You know how you stumble upon something really cool, unique words sometimes and just can’t wait to use them? Well, I learned a really odd one today: “Technorati.”
It’s a proper noun because it is the name of a search engine. This search engine searches blogs. This means I can search for topics like “turtles” and hopefully find exciting results of things to read.
Nope. Not really. All I got back initially was posts related to the Teenage Mutant Ninja Turtles. Now, if I were a seven-year-old boy, life would be grand and I would be set. As it is, I’m not, so blogs about turning a minivan into some souped-up Turtle-Mobile is not my cup of tea.
(Image from hiphoprevolution‘s blog.)
I also learned about Google Bombs, but that word is not nearly as fun. Plus, Google Bombs are a shameless, self-promoting way to drive traffic to your website.
On that note (shameless self-promoting), let’s touch on the topic of paying cash-monies to Google to get a site on the top of the results page. This practice is called “sponsored links” and the results are in a boxed off, labeled area in the search results. This is acceptable because these companies freely acknowledge (by virtue of the blue box) that they are paying money for placement.
What is not acceptable? Building and buying multiple websites, only to put one URL to real use as an informing tool and abusing the other URLs as mirrors to move unsuspecting users back to the initial, single informing tool website. The number of links between websites is factored in to a website’s relevance and ranking, so to link dummy sites up with a real site is the type of thing that hurts less wealthy entrepreneurs.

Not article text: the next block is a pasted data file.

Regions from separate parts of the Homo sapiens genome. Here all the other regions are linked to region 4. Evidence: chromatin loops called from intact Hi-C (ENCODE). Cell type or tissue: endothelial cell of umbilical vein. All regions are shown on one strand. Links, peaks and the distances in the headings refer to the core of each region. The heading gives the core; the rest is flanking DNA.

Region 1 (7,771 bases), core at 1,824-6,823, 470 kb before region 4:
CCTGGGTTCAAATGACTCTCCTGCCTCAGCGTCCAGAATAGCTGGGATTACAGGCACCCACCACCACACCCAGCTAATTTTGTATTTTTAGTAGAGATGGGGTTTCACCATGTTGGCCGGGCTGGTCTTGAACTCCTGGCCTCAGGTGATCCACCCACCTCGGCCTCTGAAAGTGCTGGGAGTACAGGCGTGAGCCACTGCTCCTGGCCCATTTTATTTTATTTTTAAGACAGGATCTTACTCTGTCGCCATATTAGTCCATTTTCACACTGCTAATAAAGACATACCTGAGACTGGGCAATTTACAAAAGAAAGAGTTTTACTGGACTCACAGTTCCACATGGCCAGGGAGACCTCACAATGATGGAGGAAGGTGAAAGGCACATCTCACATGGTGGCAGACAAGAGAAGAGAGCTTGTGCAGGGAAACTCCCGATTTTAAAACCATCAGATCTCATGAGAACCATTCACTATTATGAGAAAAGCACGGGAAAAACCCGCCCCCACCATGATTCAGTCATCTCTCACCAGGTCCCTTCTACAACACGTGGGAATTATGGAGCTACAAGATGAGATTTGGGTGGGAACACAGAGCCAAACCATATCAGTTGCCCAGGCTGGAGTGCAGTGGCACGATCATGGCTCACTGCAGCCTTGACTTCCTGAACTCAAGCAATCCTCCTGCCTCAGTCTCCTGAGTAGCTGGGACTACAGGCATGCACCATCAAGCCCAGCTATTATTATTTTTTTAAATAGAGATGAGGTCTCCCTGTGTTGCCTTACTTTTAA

(Wicked awesome art: Mirrored Room, 1966, Lucas Samaras. Compliments of Albright-Knox Art Gallery- check out the rest of the site from the link, it’s a pretty cool piece.)
“I have the money, so if I can buy more, that’s what I should get to do.”
No. Sorry. Squashing out the competition in a forced spending contest is unethical and will reflect poorly on your company when word gets out. (In the case of dodgy activities, it is always a case of “when” you’ll get caught, and how badly you’ll get burned, not “if.”)
There’s no limit on word of mouth, though, so more power to you.
The point is to reach out, the new old-fashioned way. Commit to spending X amount of time each week reaching out to real and cyber colleagues, commenting on posts, following other people online (via Twitter or something, not stalking), and generally networking. In one of my night classes, part of my grade is based on who I reach out to in my career field. I am graded on my ability to start a dialogue with someone and forge a personal connection.
Now, this is a perfect situation where trite phrases like, “If you can’t stand the heat, get out of the kitchen” come in handy…